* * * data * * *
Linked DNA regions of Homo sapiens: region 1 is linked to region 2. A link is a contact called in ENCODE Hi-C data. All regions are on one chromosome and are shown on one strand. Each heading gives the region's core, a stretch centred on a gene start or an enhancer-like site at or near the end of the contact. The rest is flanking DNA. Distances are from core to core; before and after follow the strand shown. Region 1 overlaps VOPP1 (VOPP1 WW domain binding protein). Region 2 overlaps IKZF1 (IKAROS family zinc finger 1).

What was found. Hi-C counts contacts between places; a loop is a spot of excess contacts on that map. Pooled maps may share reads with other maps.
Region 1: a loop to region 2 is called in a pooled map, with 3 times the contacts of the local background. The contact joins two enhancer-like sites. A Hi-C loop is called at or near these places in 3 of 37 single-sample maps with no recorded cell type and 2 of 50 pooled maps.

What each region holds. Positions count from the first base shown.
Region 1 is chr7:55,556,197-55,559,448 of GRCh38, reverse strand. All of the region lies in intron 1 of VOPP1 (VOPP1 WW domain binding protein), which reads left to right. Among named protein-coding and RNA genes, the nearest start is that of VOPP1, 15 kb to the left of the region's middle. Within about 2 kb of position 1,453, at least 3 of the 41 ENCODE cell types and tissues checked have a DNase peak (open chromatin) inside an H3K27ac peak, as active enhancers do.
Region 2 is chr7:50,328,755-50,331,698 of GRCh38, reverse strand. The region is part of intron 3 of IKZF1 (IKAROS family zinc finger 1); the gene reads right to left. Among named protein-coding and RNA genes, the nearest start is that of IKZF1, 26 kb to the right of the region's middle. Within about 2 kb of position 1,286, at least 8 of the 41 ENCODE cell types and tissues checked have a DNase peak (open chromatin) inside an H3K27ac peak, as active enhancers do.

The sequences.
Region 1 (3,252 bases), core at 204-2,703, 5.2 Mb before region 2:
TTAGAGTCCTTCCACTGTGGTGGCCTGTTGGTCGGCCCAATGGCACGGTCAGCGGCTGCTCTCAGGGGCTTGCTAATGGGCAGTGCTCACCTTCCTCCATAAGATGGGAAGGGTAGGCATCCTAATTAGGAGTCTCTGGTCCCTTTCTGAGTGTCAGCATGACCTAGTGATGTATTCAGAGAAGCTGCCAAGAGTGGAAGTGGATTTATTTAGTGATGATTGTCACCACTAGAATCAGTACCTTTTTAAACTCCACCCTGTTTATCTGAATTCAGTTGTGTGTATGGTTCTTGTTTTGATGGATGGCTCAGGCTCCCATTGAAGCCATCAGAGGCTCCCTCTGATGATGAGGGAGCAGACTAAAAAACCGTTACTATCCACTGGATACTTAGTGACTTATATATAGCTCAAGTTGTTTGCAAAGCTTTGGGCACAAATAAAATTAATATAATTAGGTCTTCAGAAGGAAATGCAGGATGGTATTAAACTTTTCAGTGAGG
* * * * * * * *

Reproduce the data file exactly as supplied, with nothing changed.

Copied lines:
Linked DNA regions of Homo sapiens: region 1 is linked to region 2. A link is a contact called in ENCODE Hi-C data. All regions are on one chromosome and are shown on one strand. Each heading gives the region's core, a stretch centred on a gene start or an enhancer-like site at or near the end of the contact. The rest is flanking DNA. Distances are from core to core; before and after follow the strand shown. Region 1 overlaps VOPP1 (VOPP1 WW domain binding protein). Region 2 overlaps IKZF1 (IKAROS family zinc finger 1).

What was found. Hi-C counts contacts between places; a loop is a spot of excess contacts on that map. Pooled maps may share reads with other maps.
Region 1: a loop to region 2 is called in a pooled map, with 3 times the contacts of the local background. The contact joins two enhancer-like sites. A Hi-C loop is called at or near these places in 3 of 37 single-sample maps with no recorded cell type and 2 of 50 pooled maps.

What each region holds. Positions count from the first base shown.
Region 1 is chr7:55,556,197-55,559,448 of GRCh38, reverse strand. All of the region lies in intron 1 of VOPP1 (VOPP1 WW domain binding protein), which reads left to right. Among named protein-coding and RNA genes, the nearest start is that of VOPP1, 15 kb to the left of the region's middle. Within about 2 kb of position 1,453, at least 3 of the 41 ENCODE cell types and tissues checked have a DNase peak (open chromatin) inside an H3K27ac peak, as active enhancers do.
Region 2 is chr7:50,328,755-50,331,698 of GRCh38, reverse strand. The region is part of intron 3 of IKZF1 (IKAROS family zinc finger 1); the gene reads right to left. Among named protein-coding and RNA genes, the nearest start is that of IKZF1, 26 kb to the right of the region's middle. Within about 2 kb of position 1,286, at least 8 of the 41 ENCODE cell types and tissues checked have a DNase peak (open chromatin) inside an H3K27ac peak, as active enhancers do.

The sequences.
Region 1 (3,252 bases), core at 204-2,703, 5.2 Mb before region 2:
TTAGAGTCCTTCCACTGTGGTGGCCTGTTGGTCGGCCCAATGGCACGGTCAGCGGCTGCTCTCAGGGGCTTGCTAATGGGCAGTGCTCACCTTCCTCCATAAGATGGGAAGGGTAGGCATCCTAATTAGGAGTCTCTGGTCCCTTTCTGAGTGTCAGCATGACCTAGTGATGTATTCAGAGAAGCTGCCAAGAGTGGAAGTGGATTTATTTAGTGATGATTGTCACCACTAGAATCAGTACCTTTTTAAACTCCACCCTGTTTATCTGAATTCAGTTGTGTGTATGGTTCTTGTTTTGATGGATGGCTCAGGCTCCCATTGAAGCCATCAGAGGCTCCCTCTGATGATGAGGGAGCAGACTAAAAAACCGTTACTATCCACTGGATACTTAGTGACTTATATATAGCTCAAGTTGTTTGCAAAGCTTTGGGCACAAATAAAATTAATATAATTAGGTCTTCAGAAGGAAATGCAGGATGGTATTAAACTTTTCAGTGAGG